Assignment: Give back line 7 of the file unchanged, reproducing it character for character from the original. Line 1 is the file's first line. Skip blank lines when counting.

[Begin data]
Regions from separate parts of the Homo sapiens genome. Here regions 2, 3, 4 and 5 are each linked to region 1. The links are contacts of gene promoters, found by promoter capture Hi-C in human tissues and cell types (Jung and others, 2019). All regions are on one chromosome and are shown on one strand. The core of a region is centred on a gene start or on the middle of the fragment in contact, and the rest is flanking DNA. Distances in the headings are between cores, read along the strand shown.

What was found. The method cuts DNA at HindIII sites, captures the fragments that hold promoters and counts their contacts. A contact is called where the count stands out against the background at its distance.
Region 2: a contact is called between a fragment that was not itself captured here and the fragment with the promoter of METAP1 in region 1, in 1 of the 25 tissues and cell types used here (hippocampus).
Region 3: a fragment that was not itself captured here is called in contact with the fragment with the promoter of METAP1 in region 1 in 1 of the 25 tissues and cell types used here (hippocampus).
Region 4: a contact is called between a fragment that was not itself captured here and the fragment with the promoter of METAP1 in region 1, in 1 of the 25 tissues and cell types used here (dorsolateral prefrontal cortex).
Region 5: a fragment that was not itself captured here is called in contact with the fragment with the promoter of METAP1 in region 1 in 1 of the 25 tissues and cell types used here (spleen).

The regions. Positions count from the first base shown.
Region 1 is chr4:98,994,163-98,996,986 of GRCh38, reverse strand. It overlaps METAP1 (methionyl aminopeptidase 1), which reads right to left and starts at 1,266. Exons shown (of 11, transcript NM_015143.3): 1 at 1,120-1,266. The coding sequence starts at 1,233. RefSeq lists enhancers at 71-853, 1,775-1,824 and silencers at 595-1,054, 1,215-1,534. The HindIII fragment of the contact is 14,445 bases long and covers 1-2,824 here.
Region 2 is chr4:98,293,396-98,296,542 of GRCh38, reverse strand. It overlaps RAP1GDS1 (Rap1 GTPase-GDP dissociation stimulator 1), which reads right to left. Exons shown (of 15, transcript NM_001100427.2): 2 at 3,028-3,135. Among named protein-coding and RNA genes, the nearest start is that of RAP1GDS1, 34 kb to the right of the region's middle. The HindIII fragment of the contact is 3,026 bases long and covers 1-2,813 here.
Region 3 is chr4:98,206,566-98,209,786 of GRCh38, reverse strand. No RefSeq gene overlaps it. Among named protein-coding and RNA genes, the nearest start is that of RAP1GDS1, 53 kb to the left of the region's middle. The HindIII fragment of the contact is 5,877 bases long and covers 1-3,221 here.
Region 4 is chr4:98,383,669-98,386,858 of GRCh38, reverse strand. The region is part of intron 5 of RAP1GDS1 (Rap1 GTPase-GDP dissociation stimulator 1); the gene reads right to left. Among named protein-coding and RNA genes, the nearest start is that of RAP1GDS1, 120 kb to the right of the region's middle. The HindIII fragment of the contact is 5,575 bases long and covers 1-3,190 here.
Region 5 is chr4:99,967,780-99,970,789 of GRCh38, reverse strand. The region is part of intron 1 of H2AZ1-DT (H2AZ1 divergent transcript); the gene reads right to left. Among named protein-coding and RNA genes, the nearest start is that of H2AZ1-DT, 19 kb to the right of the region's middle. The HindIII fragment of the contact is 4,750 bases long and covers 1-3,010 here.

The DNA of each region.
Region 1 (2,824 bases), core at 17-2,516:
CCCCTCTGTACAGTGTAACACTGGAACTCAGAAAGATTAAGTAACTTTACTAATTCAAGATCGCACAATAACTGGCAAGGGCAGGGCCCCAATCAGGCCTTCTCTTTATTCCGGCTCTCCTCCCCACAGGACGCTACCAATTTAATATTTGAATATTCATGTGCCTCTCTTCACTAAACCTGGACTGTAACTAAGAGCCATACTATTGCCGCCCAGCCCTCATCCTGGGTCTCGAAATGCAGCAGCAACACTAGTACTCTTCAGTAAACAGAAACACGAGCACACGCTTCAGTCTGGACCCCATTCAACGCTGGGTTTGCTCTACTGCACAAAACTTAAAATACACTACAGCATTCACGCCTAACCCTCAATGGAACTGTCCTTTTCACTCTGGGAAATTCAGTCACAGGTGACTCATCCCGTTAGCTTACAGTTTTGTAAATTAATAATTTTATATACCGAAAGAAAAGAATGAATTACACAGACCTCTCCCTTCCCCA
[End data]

The regions. Positions count from the first base shown.